Schwanke Engines has developed programs with dirt and asphalt tracks across the country th
"As we see it, this rule would truly dull the competitive spirit of what racing really is," says Al Hovis, president of Hovis Racing Engines, "forcing all the racers to run the exact same cookie-cutter engines that they would be forbidden to modify in any way, virtually the hardest thing possible for a true racer to do."
"Let me tell you what is already happening and will continue to happen," says Dorton. "Say you have 20 cars that run a weekly series, and 15 of them have the crate motor and the others are racing on their other engines because it's all they have left. Do you think all 20 of them are the same? There's no way. They're racers. They've spent $7,500 on their crate motors. They're going to call whomever was doing their Late Model Stock and say, 'What can I do to this thing?' They're going to say, 'Everybody has the same power, and I need an advantage.' It's the way of the racer. We either manufacture or buy the bolts and seals and tear the engine down and put in a longer rod, lightweight pistons, change the cam profile, or whatever, and pick it up 30 horsepower. It will not stop at that. That $7,500 engine could easily cost $27,000 before the year is over."
"With chassis rules and setup knowledge so equal today, and all cars with the same power level, all that the fans would see is a parade of cool-looking race cars going in a circle," says Hovis.
"Isn't racing really more than just driving?" asks Koch. "It takes thought, study, and planning to choose the right cam, rod length, etc. These affect performance-not cost. What's the difference if the best driver or the guy with the biggest wallet always wins? Nothing. Shouldn't brains, planning, teamwork, and effort count for something?"
For racing purposes, GM has been at the forefront of the development of the racing crate engine. Ford and Chrysler have joined the fray, giving racers a choice in the matter, provided the track or series is doing the same. For the most part, series are mandating GM engines, usually the ZZ4, under the hood. Body style can often be any make.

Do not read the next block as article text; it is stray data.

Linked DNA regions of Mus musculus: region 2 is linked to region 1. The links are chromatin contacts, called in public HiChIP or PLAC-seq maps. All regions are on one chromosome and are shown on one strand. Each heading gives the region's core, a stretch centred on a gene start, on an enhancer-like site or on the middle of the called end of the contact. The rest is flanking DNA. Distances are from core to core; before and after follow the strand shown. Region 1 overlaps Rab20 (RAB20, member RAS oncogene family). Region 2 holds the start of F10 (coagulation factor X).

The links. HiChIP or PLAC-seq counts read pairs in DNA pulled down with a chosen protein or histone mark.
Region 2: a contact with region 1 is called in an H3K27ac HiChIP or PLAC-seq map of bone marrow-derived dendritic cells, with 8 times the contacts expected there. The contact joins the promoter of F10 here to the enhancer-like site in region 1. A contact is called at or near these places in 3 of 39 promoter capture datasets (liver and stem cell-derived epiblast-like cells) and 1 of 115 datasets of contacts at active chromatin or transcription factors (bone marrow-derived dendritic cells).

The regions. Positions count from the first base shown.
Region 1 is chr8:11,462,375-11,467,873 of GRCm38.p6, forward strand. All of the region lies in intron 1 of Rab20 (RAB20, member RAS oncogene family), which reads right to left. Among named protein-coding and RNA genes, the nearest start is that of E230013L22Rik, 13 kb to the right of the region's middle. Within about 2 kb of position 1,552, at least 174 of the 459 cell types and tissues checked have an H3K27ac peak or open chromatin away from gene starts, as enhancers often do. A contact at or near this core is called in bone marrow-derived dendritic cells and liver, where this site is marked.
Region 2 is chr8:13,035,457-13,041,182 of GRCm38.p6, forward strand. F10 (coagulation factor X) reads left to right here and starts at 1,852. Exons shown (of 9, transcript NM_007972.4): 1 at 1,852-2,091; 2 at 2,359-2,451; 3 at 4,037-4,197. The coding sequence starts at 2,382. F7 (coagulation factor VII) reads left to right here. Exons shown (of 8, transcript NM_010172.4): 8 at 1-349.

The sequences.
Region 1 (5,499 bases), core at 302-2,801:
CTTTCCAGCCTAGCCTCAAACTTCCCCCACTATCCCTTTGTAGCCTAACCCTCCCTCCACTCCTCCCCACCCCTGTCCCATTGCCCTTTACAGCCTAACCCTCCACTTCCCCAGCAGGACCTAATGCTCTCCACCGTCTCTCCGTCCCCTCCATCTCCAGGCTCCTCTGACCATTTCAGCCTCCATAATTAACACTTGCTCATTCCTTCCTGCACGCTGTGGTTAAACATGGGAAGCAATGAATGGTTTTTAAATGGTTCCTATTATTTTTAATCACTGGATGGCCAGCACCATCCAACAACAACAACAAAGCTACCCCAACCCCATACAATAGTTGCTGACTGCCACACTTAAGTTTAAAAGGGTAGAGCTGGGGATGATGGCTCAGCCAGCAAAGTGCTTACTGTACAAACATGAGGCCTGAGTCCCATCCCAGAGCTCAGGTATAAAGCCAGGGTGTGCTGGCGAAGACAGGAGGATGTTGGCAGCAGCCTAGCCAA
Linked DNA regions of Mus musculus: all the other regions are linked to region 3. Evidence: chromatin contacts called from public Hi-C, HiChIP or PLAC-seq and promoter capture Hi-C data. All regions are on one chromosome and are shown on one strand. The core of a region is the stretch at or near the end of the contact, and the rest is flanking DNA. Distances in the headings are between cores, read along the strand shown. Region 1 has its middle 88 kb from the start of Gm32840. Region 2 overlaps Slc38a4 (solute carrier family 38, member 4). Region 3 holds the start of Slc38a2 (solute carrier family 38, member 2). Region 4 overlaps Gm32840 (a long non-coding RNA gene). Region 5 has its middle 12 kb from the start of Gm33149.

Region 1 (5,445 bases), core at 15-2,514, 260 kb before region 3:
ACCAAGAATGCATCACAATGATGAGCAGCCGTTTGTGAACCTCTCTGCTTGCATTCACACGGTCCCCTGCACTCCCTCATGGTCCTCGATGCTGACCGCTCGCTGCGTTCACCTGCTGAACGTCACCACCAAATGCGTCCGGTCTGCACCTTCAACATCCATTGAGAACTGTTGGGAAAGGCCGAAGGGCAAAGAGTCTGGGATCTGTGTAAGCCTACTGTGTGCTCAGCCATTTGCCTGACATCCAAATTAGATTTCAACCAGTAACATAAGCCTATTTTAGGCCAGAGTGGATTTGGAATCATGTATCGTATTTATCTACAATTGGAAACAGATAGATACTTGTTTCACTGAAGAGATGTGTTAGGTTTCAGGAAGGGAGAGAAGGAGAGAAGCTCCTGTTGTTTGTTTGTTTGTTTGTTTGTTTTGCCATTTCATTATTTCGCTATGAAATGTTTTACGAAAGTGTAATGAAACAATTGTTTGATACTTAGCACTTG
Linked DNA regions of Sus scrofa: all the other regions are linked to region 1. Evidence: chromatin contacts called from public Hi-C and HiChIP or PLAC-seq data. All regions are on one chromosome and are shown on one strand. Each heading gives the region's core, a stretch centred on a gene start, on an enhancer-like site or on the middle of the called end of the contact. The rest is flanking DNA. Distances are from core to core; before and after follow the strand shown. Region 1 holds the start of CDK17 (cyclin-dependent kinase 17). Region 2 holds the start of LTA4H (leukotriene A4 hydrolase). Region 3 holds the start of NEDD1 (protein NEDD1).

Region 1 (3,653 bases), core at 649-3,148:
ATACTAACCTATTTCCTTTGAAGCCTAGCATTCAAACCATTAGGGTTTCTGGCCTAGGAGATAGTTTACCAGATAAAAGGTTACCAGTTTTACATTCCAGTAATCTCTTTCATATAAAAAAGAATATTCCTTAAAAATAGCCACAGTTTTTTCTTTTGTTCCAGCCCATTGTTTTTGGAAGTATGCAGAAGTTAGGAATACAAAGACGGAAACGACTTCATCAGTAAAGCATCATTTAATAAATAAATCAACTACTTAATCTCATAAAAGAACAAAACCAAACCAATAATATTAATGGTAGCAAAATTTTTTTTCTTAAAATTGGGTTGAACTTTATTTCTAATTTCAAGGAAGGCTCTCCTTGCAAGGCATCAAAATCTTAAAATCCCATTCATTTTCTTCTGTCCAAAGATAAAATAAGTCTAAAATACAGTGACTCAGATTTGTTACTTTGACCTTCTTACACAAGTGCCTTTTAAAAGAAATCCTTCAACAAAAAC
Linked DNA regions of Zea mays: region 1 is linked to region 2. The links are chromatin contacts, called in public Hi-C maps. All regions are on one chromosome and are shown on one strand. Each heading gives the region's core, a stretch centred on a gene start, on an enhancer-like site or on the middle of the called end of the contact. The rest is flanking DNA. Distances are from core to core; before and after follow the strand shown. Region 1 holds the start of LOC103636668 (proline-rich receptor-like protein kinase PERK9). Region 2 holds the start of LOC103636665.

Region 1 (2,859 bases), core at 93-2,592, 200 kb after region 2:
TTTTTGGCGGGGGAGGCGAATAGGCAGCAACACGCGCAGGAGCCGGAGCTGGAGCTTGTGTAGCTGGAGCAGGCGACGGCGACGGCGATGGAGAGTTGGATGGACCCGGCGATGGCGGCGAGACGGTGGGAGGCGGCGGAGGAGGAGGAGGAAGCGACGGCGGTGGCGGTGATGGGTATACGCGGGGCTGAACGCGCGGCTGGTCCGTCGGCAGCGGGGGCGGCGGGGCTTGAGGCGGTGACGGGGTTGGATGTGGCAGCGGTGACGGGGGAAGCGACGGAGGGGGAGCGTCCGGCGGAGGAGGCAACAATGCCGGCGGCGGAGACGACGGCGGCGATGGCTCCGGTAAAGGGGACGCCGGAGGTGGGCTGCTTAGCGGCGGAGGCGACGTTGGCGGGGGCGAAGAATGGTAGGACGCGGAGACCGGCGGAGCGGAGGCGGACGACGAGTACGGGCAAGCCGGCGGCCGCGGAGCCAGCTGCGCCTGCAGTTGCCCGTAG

Dorton believes the crate engine idea spawned from a realization that engine builders who were specializing in racing engines were making the factory parts perform better. "For quite a few years, we made a good living preparing GM blocks for racing purposes," Dorton says. "We had one individual who developed a billet cap that tied everything together. We put hundreds and hundreds of those caps on hundreds and hundreds of blocks and prepped them for teams. GM eventually improved the quality of their castings and started selling a race-prepared block. They were tired of people making money off them. The company that I was buying the billet main caps from all of a sudden called me and said, 'I'm not going to be able to supply you with caps anymore.' He got the contract to build for GM."
In many of the crate programs, a track or series designates a particular engine builder as the source of the engines. In some cases, the engines are purchased directly from the track.
Schwanke believes racers need more than just an engine to make the idea work. He has developed a whole program that has been tried with racetracks.
"You manage the program by managing the computer," says Schwanke. "It's easier to tech and easier to manage. It involves rotating the computers and looking at the seals."
He cites an example of a track in Pennsylvania that uses the sealed engines and computer modules. At the end of hot laps, the track tech officials approach the cars with a cardboard box that contains the electronics boxes. The competitor takes the box from his car, drops it into the cardboard box, and pulls out a new box. It's a random selection, designed to discourage any alteration.
"Without the computer technology and the rotation of the components, you open up the possibility of something going wrong," Schwanke says. "In order to be successful, the program has to be managed."
Schwanke's engines are built to a horsepower level. His programs are developed with the idea of either outright purchase or an engine lease option.